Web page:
Special Tax Considerations for Veterans

If you are a disabled Veteran, you may be eligible to claim a federal tax refund if you have had  an increase in your percentage of disability from the Veteran’s Administration (which may include a retroactive determination) or, if you are a combat-disabled veteran applying for, and being granted, Combat-Related Special Compensation, after an award for Concurrent Retirement and Disability.

If this is the case, you will need to file an amended return, Form 1040X, Amended U.S. Individual Income Tax Return, to correct a previously filed Form 1040, 1040A or 1040EZ. An amended return must be filed as a paper return. Disabled veterans should include all documents from the VA and any information received from Defense Finance and Accounting Services explaining proper tax treatment for the current year.

Veterans should seek assistance from a competent tax professional before filing amended returns based on a disability determination. Refund claims based on an incorrect interpretation of the tax law could subject the veteran to interest and/or penalty charges.

VA Disability Benefits
Do not include disability benefits you receive from the U.S. Department of Veterans Affairs (VA) in your gross income.  Some of the payments considered to be disability benefits include disability compensation and pension payments for disabilities paid either to veterans or their families, grants for homes designed for wheelchair living,

grants for motor vehicles for veterans who lost their sight or the use of their limbs, or

benefits under a dependent-care assistance program.

The VA publishes an annual benefits booklet, a comprehensive guide for Federal Benefits for Veterans, Dependents and Survivors.

The Healing Blue Star

Winston Churchill is one of my heroes.  One of the quotes he is famous for is, “…never, never, never, never, never give up!”  I think of that often when I’m not achieving all I think I should.  I get angry and frustrated that I’m not a success at this or that, and I start putting myself down over it.  Sooner or later, I have to stop and give myself a mental shake and remember failure goes hand in hand with learning and many things require more than one effort before we get them right.  I think of Churchill’s words most often when I read of someone completing  suicide.

Suicide among veterans is at an all-time high: 18.7 to 20.8 per 100,000 people compared to 8.9 per 100,000 for other Americans.  One fifth of all suicides in America are veterans.  That’s horrible.  Suicide has been called a permanent solution to a temporary problem.  Things may look horrible today, but the sun will shine again.  The sad thing is that suicide is not an individual solution.  It hurts everyone who comes in contact with it, especially family members.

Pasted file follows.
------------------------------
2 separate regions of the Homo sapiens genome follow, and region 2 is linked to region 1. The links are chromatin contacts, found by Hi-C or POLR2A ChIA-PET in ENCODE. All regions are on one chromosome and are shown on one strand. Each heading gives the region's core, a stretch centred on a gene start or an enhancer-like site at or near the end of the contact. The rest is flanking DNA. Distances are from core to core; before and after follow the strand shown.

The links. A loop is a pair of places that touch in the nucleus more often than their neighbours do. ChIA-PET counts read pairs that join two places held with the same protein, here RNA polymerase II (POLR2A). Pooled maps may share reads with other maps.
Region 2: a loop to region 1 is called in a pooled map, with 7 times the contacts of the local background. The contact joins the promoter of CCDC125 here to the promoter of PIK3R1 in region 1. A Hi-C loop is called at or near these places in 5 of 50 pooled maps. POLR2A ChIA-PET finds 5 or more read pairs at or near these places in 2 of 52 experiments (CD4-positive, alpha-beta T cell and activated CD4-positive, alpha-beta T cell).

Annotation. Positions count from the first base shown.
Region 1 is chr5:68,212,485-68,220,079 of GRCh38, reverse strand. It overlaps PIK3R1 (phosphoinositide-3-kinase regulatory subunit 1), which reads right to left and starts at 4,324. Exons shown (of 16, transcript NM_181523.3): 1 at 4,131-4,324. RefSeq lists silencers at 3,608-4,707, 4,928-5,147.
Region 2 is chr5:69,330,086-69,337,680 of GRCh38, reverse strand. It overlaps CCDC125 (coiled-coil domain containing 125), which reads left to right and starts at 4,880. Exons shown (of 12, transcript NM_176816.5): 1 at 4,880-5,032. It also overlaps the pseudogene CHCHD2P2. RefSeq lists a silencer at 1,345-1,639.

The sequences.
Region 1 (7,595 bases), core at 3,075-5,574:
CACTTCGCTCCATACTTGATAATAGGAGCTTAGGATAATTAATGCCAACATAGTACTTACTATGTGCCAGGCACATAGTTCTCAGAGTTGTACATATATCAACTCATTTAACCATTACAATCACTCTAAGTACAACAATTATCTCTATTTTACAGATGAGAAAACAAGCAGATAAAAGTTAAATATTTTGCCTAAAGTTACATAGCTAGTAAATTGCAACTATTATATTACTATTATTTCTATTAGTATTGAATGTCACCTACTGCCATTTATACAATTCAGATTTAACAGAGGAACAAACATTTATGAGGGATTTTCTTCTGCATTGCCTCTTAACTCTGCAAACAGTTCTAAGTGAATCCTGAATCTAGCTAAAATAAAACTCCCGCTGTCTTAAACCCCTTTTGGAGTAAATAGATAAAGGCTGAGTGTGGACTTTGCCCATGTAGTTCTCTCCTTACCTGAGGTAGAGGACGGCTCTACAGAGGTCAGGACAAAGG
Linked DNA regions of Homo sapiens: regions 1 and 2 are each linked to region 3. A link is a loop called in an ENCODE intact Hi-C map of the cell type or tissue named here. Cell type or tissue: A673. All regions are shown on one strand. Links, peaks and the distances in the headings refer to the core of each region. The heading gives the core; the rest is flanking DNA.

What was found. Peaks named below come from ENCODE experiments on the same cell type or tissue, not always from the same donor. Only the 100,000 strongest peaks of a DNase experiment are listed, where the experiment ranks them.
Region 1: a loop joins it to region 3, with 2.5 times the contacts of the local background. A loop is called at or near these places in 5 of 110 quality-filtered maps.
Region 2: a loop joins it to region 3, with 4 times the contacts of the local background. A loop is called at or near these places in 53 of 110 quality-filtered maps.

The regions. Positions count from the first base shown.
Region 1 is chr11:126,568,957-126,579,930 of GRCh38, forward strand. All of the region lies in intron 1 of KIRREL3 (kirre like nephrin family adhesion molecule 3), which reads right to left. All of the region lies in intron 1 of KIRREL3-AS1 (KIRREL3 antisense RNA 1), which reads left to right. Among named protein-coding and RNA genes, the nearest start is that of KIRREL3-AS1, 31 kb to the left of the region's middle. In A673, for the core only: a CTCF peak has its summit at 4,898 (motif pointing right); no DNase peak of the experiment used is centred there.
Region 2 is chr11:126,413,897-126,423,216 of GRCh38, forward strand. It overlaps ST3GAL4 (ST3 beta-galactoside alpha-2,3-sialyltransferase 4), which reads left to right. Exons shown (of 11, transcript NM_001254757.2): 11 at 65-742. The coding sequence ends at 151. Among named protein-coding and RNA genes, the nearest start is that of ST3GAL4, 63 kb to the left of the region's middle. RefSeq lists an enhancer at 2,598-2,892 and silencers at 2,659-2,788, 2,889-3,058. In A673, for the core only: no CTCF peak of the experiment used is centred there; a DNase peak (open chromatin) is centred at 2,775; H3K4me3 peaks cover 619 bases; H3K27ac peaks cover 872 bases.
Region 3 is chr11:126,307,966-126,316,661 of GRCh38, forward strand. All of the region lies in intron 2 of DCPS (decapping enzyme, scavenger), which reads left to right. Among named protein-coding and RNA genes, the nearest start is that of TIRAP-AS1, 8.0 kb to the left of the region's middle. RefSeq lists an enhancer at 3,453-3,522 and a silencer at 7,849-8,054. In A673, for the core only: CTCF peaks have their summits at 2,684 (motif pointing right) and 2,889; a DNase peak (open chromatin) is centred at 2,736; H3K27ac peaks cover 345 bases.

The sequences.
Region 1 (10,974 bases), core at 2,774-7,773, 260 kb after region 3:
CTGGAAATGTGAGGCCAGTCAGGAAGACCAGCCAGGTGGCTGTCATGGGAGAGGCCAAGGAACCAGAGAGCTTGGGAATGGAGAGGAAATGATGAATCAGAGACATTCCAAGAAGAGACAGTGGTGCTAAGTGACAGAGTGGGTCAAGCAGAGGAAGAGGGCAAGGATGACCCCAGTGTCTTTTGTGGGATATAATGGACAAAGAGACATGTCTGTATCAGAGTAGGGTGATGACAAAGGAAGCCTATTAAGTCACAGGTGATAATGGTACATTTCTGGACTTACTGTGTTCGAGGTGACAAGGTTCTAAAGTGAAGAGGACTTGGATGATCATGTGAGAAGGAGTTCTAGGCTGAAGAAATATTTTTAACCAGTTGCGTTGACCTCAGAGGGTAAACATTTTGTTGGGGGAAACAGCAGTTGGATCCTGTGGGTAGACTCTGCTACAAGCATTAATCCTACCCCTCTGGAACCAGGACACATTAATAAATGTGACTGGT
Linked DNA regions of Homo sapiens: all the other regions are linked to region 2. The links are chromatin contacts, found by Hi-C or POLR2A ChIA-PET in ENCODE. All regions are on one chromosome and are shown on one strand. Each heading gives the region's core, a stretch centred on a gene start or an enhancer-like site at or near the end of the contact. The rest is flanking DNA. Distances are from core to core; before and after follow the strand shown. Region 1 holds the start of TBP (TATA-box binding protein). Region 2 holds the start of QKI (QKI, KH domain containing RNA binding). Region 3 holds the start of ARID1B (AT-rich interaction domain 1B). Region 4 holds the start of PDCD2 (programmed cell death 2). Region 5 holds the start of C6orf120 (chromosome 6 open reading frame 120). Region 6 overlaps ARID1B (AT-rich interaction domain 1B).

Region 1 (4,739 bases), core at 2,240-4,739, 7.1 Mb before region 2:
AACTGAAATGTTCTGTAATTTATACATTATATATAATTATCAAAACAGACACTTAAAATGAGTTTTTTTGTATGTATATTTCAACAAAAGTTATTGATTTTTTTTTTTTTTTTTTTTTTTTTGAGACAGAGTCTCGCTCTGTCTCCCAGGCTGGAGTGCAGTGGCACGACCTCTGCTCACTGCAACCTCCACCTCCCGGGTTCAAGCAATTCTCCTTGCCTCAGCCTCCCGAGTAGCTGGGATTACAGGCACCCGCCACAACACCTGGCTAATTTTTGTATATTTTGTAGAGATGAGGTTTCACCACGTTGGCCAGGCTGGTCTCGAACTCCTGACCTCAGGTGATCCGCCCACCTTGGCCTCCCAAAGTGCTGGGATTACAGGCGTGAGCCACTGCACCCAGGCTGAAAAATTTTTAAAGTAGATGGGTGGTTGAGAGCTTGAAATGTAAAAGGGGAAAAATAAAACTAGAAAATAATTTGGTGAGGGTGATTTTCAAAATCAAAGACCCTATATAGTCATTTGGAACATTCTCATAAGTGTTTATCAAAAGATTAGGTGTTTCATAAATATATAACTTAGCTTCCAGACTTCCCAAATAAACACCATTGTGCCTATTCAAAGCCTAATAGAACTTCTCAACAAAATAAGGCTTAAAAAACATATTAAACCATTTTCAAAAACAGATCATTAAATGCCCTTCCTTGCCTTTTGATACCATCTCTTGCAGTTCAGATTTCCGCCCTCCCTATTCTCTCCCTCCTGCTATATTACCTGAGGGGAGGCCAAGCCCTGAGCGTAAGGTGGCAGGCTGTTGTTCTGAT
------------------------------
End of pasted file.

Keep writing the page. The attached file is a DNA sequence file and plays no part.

So, what do you do when you’re in such terrible pain (usually emotional as well as physical)?  Try anything…try everything!  Life is full of difficulties at every step.  But, life is also full of wonder, joy and beauty if you open your eyes enough to see it.  I know, you’re probably thinking, “What a Pollyanna!”  Maybe I am.  But I’d rather face the devil than quit and leave those I care about to suffer.

I know of what I speak.  My brother died of a drug overdose many years ago.  It was a horrible blow when I found out he was dead.  My mother found him lying back on his bed, already cold.  She ran upstairs to wake my father who came down and pronounced him gone.  All the family gathered to grieve and no one could fathom that he’d taken too many drugs on purpose.  Life had been extremely hard for him at that time.  But I’ve often wondered if he wouldn’t have found some peace and joy again if he’d waited it out?  I can’t imagine that he wouldn’t have.

So, you ask, what do I try?  As I said earlier, “everything.”  Many years ago, I had a period where I was sick for a very long time.  I was diagnosed with mononucleosis 3 times.  I had pneumonia winter after winter after winter.  I had chronic bronchitis, asthma, and arthritis.  I was depressed and miserable.  I was going to college at the time, and I took a class in alternative therapies.  I decided to try visualization for myself.  I chose an exercise called “The Healing Blue Star.”  It was funny when I first read it, but, what the heck?  What did I have to lose?  Nothing.

The Healing Blue Star involved visualizing a large, glittering blue star which I imagined moving through the air to sit above me.   As I watched it, it exploded into thousands of tiny blue stars.  I breathed them in and imagined them flowing through my body bringing healing as they flowed through me.  I felt their power as they entered my lungs, and I visualized my heart pumping them throughout my body over and over again, recharging my energy and ability to heal myself as they poured through me.

You know, it worked.  I have no explanation for it, except maybe it just helped me hang on until my own immune system recovered enough to step back into the picture.  I’ll never know what exactly it was, but I gradually began to feel better, and then to get better.  Was it worth it?  You bet it was.  I just wish I could have given that Healing Blue Star to my brother before it was too late.